Will Simily Rise Again?

14 weeks on a platform that needs new life

Andy Spears
2 min readApr 17, 2022


Photo by Thom Milkovic on Unsplash

I’ve now been chronicling my journey on the fiction writing platform Simily for 14 weeks.

Here’s the bottom line: Simily now has just over 3400 members and there’s essentially no growth. The number of people joining seems to roughly match the number of people leaving.

I now have 107 followers — adding maybe 1 a week at this point.

Here’s one of my recent stories posted there:

I suppose there are advantages to being an early participant on a platform. You can see all the changes and you can quite possibly welcome each new member for a while. Perhaps being on early allows you to build a loyal following.

That said, at some point, it grows frustrating. I have repeatedly noted that the founders are conducting group Zoom sessions to ask about ways to improve. I’ve heard from other writers that there are plans to migrate to a new platform.

The question: How soon?

Those of us on Simily now — the early adopters — are ready for change. While the adjustments (the ability to block users, for example) have been nice, a new platform/interface really is needed. Simply put, Simily cannot survive as a slow loading WordPress site.

My suspicion is the founders are looking for funding in order to make a migration possible. The membership fees likely won’t pay for this. So, they need an influx of cash from an investor.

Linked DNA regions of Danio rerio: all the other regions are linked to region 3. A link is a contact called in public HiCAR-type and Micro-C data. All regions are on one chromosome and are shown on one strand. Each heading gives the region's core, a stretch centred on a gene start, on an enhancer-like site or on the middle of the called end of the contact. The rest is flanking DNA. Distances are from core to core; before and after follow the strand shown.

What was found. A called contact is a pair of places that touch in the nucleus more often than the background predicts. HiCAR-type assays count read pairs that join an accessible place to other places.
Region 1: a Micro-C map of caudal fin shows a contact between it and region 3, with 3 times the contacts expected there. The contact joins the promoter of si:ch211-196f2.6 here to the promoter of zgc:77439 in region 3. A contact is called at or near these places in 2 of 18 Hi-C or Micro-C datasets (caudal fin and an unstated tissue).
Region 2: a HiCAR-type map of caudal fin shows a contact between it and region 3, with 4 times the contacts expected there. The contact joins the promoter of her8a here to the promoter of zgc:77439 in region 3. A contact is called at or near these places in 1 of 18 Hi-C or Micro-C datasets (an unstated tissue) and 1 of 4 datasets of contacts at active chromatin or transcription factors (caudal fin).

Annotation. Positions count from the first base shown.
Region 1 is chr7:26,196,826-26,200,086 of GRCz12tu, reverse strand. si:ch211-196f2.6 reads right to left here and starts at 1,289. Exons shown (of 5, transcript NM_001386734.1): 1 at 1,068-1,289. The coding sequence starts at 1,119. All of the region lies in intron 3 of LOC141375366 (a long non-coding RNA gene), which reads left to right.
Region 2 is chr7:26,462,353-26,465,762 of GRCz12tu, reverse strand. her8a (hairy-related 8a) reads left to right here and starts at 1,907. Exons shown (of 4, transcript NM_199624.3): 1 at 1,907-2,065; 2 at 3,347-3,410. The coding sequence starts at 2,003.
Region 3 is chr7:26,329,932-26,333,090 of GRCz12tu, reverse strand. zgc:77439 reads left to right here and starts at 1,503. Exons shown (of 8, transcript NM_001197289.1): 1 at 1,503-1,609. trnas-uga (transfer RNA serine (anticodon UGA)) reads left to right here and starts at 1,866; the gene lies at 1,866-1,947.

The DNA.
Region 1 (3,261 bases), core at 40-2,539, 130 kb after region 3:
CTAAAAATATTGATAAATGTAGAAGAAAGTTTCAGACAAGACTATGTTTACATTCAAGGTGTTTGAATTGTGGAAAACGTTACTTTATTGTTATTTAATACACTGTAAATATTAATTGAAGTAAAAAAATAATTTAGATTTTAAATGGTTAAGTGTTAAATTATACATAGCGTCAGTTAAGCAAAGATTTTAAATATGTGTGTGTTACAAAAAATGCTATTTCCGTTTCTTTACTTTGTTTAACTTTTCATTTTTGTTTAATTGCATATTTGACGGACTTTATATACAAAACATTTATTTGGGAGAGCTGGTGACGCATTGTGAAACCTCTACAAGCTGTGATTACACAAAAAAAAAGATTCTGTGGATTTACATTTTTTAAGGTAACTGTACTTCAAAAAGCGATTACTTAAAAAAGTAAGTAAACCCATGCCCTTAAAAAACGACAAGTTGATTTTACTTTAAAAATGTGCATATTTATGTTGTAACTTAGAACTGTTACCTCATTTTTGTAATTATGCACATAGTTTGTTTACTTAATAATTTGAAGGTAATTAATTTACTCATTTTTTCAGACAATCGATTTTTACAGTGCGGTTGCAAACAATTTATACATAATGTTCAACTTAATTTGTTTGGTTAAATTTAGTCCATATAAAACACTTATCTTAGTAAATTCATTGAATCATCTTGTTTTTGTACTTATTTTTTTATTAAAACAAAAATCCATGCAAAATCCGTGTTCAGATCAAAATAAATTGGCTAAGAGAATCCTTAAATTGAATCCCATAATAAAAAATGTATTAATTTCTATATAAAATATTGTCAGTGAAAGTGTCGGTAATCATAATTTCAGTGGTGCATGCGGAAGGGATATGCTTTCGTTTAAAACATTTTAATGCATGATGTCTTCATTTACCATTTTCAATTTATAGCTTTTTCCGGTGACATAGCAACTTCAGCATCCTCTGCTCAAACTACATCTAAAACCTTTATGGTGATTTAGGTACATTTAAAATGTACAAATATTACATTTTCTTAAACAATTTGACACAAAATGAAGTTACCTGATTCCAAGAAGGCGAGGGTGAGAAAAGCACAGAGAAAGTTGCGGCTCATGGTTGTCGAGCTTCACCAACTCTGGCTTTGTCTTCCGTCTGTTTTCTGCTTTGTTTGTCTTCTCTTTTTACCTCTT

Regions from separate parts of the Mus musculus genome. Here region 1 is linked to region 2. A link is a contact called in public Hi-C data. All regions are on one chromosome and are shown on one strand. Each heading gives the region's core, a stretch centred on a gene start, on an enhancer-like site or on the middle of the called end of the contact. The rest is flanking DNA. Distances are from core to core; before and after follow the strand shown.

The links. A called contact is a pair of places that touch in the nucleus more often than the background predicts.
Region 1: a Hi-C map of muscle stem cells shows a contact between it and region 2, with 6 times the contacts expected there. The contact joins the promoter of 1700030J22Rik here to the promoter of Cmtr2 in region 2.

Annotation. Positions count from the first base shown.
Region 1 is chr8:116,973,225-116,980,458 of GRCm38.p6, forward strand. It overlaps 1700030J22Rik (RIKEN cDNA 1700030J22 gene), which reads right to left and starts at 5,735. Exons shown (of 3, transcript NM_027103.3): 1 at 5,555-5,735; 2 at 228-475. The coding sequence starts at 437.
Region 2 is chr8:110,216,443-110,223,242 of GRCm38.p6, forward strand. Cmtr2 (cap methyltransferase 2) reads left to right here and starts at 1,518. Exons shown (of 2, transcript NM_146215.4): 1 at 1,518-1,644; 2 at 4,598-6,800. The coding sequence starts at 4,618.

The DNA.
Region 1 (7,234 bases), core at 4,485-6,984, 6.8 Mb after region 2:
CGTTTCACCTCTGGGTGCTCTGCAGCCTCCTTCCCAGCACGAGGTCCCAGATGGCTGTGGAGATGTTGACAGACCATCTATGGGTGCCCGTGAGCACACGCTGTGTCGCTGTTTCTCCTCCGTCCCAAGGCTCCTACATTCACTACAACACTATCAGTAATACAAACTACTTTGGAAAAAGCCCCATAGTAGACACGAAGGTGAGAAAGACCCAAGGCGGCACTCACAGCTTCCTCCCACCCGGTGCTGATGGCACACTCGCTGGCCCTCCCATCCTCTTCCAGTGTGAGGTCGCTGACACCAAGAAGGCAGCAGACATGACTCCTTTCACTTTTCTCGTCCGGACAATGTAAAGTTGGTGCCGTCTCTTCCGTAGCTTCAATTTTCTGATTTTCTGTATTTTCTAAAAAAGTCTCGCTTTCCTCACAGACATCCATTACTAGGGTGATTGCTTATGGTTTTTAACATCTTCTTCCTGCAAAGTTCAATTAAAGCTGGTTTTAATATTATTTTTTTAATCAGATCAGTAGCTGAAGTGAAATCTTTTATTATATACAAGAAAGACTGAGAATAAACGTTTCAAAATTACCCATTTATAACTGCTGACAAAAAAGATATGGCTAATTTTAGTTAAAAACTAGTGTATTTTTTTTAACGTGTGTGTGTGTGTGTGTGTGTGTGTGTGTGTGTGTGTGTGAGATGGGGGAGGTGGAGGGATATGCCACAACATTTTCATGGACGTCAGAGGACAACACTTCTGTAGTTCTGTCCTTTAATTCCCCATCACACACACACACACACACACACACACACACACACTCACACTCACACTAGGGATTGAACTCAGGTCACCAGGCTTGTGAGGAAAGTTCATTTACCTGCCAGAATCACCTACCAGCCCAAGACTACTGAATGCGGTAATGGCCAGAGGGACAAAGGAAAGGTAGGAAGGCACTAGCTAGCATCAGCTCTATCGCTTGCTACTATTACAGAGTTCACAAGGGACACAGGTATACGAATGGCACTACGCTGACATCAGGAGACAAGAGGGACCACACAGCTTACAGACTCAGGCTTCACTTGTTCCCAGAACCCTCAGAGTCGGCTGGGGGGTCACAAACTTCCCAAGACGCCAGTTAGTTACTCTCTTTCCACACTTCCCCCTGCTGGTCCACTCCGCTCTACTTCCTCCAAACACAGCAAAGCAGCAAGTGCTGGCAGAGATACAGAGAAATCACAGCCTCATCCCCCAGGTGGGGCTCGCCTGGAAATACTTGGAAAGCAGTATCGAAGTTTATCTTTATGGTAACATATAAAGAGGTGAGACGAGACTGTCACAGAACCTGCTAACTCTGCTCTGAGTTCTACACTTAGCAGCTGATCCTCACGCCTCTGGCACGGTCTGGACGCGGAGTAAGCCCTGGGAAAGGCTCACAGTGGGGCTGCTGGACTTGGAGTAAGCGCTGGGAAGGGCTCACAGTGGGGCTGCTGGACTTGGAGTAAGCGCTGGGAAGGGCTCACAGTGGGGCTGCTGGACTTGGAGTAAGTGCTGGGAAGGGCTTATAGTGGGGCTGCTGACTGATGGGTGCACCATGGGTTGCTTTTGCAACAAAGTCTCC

Simily can work — it can be a fiction-focused version of Medium. However, until the platform can be migrated, it seems it would be a good investment to advertise or use social media or both in order to build some additional excitement. This would appeal to writers and also, likely, to investors. If you’re going to invest in a writing platform, you want to see some energy around it.

I will also note that one of my Simily stories that I’ve also published here continues to be a top earner for me here on Medium.

What’s your Simily story? What platforms have you found for publishing fiction?



Andy Spears

Writer and policy advocate living in Nashville, TN —Public Policy Ph.D. — writes on education policy, consumer affairs, and more . . .